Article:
The mine site itself not only has to ensure the location for possible self-isolation cases has been designated, but it also has to make sure all high-traffic areas are disinfected on a regular basis and that the amount of people working is "no more than the minimum number." 

According to the order, mine site officials must also display signs to make sure workers are aware of restricted areas as well as physical distancing and disinfecting protocols. They also have to stop all buffet-style meals.

How are out-of-territory health-care workers being monitored?

Kandola says she's working on a specific public health order for essential workers, like locum health-care workers — those that travel to and from the territory to supplement the workforce that lives here. 

Cook said the locum workers include nurses, surgeons and general practitioners and typically spend anywhere from a few days to two weeks in the Northwest Territories. Like all other essential workers, they are advised to self-isolate when not at work and to always self-monitor for symptoms.

WATCH: Health officials answer the public's questions about COVID-19 on Thursday

She said they also have to wear a mask during the first 14 days they're in the N.W.T.

Cook said officials don't want to stop locum health-care workers from coming into the territory, but they are trying to limit how frequently they're moving in and out of the N.W.T. 

Cook says some locum workers have signed up to work "for several months at a time" in the territory — much longer than usual — which should help limit province-to-territory movement.

Why are daycares and day homes still open?

Kandola said all daycares and in-home babysitting services are exempt from the public health order she issued on April 10 about social gatherings and business closures.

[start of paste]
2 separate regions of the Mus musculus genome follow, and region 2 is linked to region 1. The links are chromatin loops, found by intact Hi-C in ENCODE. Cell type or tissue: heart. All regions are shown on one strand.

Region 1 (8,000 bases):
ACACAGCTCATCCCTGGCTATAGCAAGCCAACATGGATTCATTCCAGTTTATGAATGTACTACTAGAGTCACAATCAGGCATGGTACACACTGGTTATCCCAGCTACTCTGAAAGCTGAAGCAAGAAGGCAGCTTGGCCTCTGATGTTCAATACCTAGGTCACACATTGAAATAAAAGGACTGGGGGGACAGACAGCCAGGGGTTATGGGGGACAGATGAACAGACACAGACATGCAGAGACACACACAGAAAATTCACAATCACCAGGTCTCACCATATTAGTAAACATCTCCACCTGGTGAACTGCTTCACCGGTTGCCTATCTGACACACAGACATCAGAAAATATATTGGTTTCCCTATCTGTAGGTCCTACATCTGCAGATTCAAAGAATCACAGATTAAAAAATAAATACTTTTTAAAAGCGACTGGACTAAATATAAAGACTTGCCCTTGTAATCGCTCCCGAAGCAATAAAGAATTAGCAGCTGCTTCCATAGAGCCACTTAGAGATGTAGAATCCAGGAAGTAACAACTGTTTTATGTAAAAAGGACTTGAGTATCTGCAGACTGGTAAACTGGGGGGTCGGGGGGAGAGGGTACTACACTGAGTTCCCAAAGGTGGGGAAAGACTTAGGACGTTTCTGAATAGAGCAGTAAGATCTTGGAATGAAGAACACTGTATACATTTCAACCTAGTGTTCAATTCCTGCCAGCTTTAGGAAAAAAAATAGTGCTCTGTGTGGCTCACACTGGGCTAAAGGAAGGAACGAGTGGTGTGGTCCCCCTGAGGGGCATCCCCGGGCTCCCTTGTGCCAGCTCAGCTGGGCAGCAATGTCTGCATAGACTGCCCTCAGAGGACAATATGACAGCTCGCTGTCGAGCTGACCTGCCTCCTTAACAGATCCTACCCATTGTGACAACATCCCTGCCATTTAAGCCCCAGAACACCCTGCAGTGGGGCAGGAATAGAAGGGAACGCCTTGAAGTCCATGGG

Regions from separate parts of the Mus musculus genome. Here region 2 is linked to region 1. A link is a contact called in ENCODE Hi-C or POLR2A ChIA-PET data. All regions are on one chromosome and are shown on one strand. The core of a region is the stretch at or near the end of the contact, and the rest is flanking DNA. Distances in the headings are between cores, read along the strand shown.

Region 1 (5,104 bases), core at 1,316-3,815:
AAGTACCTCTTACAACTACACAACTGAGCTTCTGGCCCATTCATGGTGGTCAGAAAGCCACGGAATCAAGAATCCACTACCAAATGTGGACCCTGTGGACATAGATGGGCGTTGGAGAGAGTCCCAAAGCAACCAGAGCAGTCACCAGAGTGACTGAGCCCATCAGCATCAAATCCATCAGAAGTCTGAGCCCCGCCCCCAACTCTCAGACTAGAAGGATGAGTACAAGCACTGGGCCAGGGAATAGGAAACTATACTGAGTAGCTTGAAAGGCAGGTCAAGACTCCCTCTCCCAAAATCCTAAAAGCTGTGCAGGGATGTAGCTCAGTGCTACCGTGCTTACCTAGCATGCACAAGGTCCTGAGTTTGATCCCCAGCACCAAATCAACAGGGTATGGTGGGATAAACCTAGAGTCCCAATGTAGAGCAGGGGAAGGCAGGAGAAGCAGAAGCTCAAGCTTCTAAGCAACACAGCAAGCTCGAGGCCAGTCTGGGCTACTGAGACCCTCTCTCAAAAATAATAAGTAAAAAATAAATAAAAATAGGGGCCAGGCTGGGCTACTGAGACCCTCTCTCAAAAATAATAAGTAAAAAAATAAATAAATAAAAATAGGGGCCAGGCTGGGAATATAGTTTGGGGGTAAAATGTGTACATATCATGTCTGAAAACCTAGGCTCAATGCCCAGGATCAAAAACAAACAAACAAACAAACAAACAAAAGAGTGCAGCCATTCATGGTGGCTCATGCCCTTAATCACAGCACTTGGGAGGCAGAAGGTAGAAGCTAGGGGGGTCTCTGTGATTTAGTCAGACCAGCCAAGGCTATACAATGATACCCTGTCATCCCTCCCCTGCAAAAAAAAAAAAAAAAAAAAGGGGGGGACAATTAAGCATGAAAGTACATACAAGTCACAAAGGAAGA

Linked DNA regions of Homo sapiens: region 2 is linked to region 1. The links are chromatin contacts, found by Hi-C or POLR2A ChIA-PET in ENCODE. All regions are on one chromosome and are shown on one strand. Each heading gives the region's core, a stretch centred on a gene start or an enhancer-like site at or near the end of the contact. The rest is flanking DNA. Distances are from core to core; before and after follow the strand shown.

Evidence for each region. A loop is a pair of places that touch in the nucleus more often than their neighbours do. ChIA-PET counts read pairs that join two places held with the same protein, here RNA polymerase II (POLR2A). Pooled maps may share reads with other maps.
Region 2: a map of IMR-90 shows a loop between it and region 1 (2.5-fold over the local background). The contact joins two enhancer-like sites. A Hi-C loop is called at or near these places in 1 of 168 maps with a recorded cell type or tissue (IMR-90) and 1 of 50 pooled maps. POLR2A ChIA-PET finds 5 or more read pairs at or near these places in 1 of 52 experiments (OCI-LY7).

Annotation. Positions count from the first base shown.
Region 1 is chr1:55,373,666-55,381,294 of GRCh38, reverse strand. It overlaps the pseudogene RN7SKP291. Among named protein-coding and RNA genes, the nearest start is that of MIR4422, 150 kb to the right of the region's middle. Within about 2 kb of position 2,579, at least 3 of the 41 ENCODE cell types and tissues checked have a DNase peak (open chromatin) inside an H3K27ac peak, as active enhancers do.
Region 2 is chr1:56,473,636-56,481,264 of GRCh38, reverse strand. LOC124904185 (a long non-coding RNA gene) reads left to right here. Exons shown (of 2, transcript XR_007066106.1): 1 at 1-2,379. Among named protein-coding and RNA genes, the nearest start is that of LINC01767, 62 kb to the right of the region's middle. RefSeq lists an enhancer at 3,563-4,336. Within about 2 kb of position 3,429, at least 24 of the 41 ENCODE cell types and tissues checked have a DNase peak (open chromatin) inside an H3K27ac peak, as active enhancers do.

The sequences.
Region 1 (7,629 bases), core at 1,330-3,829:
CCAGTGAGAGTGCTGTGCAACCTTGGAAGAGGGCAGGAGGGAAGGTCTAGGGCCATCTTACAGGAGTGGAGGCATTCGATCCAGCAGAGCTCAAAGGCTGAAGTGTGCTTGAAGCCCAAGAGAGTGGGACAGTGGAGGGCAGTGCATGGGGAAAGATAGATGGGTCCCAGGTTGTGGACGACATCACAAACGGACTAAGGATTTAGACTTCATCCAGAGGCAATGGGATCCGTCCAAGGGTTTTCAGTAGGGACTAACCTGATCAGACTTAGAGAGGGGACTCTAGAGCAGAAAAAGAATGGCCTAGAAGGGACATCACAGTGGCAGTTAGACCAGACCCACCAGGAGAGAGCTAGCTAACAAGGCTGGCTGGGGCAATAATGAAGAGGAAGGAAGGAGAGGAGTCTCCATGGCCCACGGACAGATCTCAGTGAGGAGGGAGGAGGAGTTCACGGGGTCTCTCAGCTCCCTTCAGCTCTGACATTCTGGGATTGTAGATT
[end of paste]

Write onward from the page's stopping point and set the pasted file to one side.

She said one of the main reasons for this is to ensure essential workers like health-care providers can still have care for their children while they continue to go to work during the pandemic.

She also said that according to data from across Canada, only one per cent of community spread of the coronavirus has come from schools and daycares. 

As for camps that serve as childcare for some in the summer, Kandola said it's too soon to know if those will be allowed. She said it will depend on if the illness has been contained in the territory at that time.

As of Thursday, there are five confirmed cases of COVID-19 in the territory, with two considered recovered. 

The last reported case was on April 5. 

Is there a cure for COVID-19?

Cook said while people all over the world trying to create a vaccine for COVID-19, there isn't a cure.

She said even a vaccine is "still quite a ways off."

"A vaccine is for protection against future infection of a virus, but there isn't a cure for coronavirus at this point," Cook said. "There are lots of different medications that are being studied, but at this point there isn't anything that's been approved or that has strong evidence."

She said that's why it's still crucially important that people keep their physical distance. 

"Because if we don't move, the virus can't move," she said.

Kandola said lifting any restrictions in the territory would also be dependent on what's happening in the rest of Canada.